17 reptiles have been seized so far in Florida’s Python Challenge, which began on Saturday, January 16, and will unfold until Sunday, February 14.
The first edition of this contest took place 3 years ago, and was organized by Florida’s Fish and Wildlife Conservation Commission.
While it might appear incongruous at first that an agency responsible for protecting animals has launched a campaign to reduce the population of a reptile species, the explanation is simple.
Burmese pythons are actually considered invasive predators, and have so far been responsible for a significant dwindling in the number of native species.
While closely monitoring population trends among local wildlife, experts have come to the conclusion that in the Everglades National Park, rodents and other small mammals have experienced a decline.
As explained by “Alligator” Ron Bergeron, Florida Fish and Wildlife commissioner and of the region’s most instantly recognizable business magnates, there are two possible explanations for the fact that Burmese pythons have reached the Everglades.
Since the natural habitat of this reptile species consists of tropical and subtropical regions from South and Southeast Asia, it’s likely that people brought such pythons into the United States as pets.
Afterwards, they either set them free purposefully, or they were separated from them following natural disasters, such as Hurricane Andrew from August 1992.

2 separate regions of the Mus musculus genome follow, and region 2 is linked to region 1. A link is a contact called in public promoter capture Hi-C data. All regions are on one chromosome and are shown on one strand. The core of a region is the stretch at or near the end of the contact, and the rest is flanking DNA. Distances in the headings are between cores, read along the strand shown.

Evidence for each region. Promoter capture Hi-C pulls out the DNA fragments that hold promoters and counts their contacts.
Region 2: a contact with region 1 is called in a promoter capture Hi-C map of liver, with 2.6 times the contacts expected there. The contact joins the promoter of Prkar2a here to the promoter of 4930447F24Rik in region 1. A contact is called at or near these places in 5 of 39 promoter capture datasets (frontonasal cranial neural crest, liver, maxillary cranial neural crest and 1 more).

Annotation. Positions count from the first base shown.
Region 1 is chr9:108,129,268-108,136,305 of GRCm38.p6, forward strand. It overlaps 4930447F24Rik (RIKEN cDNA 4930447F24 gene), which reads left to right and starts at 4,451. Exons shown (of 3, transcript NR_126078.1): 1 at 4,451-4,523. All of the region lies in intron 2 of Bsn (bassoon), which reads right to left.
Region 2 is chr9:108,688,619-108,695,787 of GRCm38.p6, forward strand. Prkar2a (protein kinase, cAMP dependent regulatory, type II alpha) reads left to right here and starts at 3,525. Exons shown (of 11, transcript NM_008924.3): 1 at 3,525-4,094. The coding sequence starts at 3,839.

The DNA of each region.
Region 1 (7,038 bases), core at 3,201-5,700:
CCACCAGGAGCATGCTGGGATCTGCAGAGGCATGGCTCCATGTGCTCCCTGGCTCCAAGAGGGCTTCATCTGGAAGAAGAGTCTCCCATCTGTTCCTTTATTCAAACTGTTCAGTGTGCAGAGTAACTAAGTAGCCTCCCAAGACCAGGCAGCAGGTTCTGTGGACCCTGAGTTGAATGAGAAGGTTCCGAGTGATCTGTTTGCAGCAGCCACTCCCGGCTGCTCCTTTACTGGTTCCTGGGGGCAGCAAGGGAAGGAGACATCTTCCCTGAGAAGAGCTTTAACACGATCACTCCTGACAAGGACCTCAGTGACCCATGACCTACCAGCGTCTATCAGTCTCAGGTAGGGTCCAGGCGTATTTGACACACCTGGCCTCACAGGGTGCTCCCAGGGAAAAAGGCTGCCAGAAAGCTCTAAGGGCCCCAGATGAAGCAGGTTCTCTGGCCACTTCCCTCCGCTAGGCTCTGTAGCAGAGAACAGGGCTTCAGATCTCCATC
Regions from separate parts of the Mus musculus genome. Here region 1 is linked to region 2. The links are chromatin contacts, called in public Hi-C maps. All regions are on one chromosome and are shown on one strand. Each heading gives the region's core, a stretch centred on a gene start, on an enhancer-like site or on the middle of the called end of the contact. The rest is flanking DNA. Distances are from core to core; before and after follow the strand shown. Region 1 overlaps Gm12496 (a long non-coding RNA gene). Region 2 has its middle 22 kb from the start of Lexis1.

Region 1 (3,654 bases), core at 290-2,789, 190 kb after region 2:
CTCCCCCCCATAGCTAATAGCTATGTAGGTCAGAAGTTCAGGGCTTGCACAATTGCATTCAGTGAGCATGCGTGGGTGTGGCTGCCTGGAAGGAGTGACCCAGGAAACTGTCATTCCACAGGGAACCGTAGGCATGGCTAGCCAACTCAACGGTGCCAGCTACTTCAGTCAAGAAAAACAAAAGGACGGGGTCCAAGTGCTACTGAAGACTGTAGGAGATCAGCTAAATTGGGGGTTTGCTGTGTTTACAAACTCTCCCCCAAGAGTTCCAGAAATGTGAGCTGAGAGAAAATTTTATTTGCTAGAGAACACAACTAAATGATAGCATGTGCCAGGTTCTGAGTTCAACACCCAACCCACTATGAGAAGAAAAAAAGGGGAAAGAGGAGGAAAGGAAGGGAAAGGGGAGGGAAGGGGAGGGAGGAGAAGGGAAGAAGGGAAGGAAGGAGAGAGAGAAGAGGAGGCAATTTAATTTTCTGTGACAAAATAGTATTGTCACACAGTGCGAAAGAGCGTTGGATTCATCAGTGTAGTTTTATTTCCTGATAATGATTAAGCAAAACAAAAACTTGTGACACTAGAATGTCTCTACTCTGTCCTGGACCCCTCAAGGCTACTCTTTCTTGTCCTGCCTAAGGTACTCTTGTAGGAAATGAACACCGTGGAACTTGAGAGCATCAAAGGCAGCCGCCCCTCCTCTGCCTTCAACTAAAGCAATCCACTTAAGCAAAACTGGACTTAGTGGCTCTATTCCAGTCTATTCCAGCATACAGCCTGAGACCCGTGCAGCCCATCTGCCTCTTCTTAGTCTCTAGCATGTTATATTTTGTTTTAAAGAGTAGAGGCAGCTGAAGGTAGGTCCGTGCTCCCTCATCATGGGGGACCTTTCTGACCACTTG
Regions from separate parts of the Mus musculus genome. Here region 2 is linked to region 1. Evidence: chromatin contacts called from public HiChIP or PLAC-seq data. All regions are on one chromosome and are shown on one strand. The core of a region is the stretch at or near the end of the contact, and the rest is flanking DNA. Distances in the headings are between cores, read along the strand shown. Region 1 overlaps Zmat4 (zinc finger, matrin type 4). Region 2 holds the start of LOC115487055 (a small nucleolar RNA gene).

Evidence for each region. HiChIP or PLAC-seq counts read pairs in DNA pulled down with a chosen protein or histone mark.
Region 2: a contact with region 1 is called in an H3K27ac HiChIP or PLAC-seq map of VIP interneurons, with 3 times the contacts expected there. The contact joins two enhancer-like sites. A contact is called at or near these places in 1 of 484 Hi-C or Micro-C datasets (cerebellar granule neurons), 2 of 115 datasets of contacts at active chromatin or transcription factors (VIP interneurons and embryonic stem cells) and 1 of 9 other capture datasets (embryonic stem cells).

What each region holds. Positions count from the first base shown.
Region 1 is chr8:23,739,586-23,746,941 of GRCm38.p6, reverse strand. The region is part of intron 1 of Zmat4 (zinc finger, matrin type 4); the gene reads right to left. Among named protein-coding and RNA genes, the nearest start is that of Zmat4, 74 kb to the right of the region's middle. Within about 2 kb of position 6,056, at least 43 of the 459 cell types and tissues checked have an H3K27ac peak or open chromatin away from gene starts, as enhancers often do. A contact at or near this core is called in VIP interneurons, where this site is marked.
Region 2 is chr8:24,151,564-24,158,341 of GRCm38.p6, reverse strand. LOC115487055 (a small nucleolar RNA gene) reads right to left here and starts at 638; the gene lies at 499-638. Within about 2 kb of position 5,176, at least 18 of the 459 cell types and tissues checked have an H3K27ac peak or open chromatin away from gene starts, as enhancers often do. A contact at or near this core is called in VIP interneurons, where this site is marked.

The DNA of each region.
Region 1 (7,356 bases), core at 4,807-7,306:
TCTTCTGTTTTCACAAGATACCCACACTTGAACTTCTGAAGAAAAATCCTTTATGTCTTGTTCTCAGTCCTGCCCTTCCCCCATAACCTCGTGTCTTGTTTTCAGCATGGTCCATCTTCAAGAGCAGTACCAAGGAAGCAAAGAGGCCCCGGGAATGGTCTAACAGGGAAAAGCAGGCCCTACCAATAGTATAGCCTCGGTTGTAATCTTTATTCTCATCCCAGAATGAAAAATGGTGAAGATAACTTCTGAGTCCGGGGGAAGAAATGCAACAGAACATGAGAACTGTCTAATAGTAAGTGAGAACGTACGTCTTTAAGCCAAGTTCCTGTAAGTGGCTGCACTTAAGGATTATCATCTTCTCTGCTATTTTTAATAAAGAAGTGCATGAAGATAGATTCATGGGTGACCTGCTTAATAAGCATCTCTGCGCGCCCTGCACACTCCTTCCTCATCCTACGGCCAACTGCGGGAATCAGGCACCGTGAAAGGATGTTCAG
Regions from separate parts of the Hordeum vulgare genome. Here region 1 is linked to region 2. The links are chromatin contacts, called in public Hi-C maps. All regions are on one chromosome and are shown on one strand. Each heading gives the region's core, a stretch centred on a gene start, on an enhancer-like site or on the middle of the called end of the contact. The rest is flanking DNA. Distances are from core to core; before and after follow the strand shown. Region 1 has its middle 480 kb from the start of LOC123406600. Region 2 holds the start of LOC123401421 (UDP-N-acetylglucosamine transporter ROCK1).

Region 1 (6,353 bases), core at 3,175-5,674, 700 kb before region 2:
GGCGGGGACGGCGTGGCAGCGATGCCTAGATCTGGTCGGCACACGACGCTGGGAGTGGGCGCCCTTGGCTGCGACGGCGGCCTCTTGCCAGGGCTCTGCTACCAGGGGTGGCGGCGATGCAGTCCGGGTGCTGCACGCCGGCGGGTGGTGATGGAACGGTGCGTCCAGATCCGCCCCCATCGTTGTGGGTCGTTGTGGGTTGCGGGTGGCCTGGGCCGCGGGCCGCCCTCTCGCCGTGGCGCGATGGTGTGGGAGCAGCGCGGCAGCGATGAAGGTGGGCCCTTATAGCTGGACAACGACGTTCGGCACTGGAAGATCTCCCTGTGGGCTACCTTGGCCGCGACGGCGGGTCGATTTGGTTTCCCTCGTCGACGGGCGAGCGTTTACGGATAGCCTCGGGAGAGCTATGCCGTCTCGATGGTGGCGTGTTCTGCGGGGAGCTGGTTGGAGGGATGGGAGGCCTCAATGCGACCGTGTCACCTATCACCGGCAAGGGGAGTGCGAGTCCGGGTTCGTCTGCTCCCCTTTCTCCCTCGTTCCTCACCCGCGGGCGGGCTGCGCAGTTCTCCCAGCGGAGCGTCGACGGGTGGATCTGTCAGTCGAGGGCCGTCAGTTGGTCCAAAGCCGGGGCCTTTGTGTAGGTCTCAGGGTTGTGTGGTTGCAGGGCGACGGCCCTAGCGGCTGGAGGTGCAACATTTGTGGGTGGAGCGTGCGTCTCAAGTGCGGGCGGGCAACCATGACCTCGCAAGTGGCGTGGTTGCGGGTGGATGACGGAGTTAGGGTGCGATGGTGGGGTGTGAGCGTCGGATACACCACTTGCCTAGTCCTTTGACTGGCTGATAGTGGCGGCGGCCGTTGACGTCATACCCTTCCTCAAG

The constrictor snakes had no trouble thriving in Florida’s Everglades, given the fact that they were the region’s apex predators, having no other animals above them in the food chain.
As a result, their numbers have risen dramatically, negatively impacting the local population of rabbits, bobcats, raccoons, and also causing a downswing among much larger creatures, such as bears, deer and cougars. That’s why the Python Challenge was initiated, and back in 2013 it resulted in the capture of 68 such snakes.
This year it appears the competition will yield even more impressive results: 768 people from 24 states have signed up, shelling out $25 in order to take part in the hunt, and in just 3 days 17 pythons have already been nabbed, according to a statement issued by the Florida Fish and Wildlife Conservation Commission on Tuesday, January 19.
The yield may seem poor at first, given that so many hunters have been actively searching for Burmese pythons in areas located around the Everglades National Park.
And yet, local authorities are actually happy with results so far, given the fact that the reptiles are incredibly hard to spot, despite reaching lengths of up to 20 feet and weighing even 200 pounds.
The pythons’ earth-hued skin patterns provide them with the perfect camouflage, while the heavy mud where they usually lurk offers them an extra layer of protection.
There are several ways in which the snakes can be captured: the most dangerous and also the most spectacular one involves ambushing the quarry from behind, and leaping on it, firmly securing is head.
Trapped this way, the python can no longer bite, and also doesn’t have time to coil itself around his attacker, in order to strangulate him or her. Alternative methods of securing a successful hunt involve using a gun or a machete.
The Python Challenge promises a multitude of prizes to individual hunters or others who participate as a team. For instance, the hunter to ensnare the highest number of snakes on the designated hunting grounds will be rewarded with $3500, while the team that achieves the same goal will get $5000.
Other trophies will be offered to the runner-ups, while catching the longest python in the competition will result in a $1000 prize for individuals, and in a $3000 premium for teams.
Image Source: Flickr